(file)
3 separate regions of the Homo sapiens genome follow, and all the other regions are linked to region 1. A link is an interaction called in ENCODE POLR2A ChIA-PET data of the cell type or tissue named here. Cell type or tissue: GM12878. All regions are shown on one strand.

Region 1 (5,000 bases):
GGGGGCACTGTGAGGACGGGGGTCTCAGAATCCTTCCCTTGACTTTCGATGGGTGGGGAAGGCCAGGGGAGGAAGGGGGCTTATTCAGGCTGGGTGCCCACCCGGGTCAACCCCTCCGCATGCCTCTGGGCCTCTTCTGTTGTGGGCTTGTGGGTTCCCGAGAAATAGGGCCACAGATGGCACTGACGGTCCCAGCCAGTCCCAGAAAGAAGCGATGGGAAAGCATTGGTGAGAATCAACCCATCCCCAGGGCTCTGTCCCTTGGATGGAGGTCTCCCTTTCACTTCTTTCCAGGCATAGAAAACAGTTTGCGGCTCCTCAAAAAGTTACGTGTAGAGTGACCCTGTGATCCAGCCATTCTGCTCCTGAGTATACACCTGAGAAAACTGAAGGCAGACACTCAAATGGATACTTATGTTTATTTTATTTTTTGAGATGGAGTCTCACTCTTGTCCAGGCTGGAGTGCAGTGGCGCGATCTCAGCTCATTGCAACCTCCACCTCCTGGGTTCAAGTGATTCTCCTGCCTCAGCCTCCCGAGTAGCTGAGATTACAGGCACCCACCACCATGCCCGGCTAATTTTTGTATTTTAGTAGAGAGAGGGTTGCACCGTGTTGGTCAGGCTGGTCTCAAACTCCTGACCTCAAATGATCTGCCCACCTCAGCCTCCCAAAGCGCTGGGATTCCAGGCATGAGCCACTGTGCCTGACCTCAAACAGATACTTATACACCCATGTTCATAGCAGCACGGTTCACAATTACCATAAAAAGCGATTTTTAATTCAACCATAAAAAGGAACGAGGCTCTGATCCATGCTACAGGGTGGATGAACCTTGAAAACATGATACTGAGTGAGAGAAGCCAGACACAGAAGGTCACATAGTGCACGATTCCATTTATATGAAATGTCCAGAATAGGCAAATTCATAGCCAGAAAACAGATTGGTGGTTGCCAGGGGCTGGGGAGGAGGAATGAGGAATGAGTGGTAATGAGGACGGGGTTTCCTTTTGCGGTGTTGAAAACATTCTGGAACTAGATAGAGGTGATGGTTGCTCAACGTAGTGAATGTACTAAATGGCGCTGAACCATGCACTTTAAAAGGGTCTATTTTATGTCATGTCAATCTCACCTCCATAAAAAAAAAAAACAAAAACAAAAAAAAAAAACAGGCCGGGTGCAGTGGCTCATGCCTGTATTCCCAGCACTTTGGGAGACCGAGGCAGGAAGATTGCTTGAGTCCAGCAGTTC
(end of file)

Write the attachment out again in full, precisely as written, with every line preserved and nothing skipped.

3 separate regions of the Homo sapiens genome follow, and all the other regions are linked to region 1. A link is an interaction called in ENCODE POLR2A ChIA-PET data of the cell type or tissue named here. Cell type or tissue: GM12878. All regions are shown on one strand.

Region 1 (5,000 bases):
GGGGGCACTGTGAGGACGGGGGTCTCAGAATCCTTCCCTTGACTTTCGATGGGTGGGGAAGGCCAGGGGAGGAAGGGGGCTTATTCAGGCTGGGTGCCCACCCGGGTCAACCCCTCCGCATGCCTCTGGGCCTCTTCTGTTGTGGGCTTGTGGGTTCCCGAGAAATAGGGCCACAGATGGCACTGACGGTCCCAGCCAGTCCCAGAAAGAAGCGATGGGAAAGCATTGGTGAGAATCAACCCATCCCCAGGGCTCTGTCCCTTGGATGGAGGTCTCCCTTTCACTTCTTTCCAGGCATAGAAAACAGTTTGCGGCTCCTCAAAAAGTTACGTGTAGAGTGACCCTGTGATCCAGCCATTCTGCTCCTGAGTATACACCTGAGAAAACTGAAGGCAGACACTCAAATGGATACTTATGTTTATTTTATTTTTTGAGATGGAGTCTCACTCTTGTCCAGGCTGGAGTGCAGTGGCGCGATCTCAGCTCATTGCAACCTCCACCTCCTGGGTTCAAGTGATTCTCCTGCCTCAGCCTCCCGAGTAGCTGAGATTACAGGCACCCACCACCATGCCCGGCTAATTTTTGTATTTTAGTAGAGAGAGGGTTGCACCGTGTTGGTCAGGCTGGTCTCAAACTCCTGACCTCAAATGATCTGCCCACCTCAGCCTCCCAAAGCGCTGGGATTCCAGGCATGAGCCACTGTGCCTGACCTCAAACAGATACTTATACACCCATGTTCATAGCAGCACGGTTCACAATTACCATAAAAAGCGATTTTTAATTCAACCATAAAAAGGAACGAGGCTCTGATCCATGCTACAGGGTGGATGAACCTTGAAAACATGATACTGAGTGAGAGAAGCCAGACACAGAAGGTCACATAGTGCACGATTCCATTTATATGAAATGTCCAGAATAGGCAAATTCATAGCCAGAAAACAGATTGGTGGTTGCCAGGGGCTGGGGAGGAGGAATGAGGAATGAGTGGTAATGAGGACGGGGTTTCCTTTTGCGGTGTTGAAAACATTCTGGAACTAGATAGAGGTGATGGTTGCTCAACGTAGTGAATGTACTAAATGGCGCTGAACCATGCACTTTAAAAGGGTCTATTTTATGTCATGTCAATCTCACCTCCATAAAAAAAAAAAACAAAAACAAAAAAAAAAAACAGGCCGGGTGCAGTGGCTCATGCCTGTATTCCCAGCACTTTGGGAGACCGAGGCAGGAAGATTGCTTGAGTCCAGCAGTTC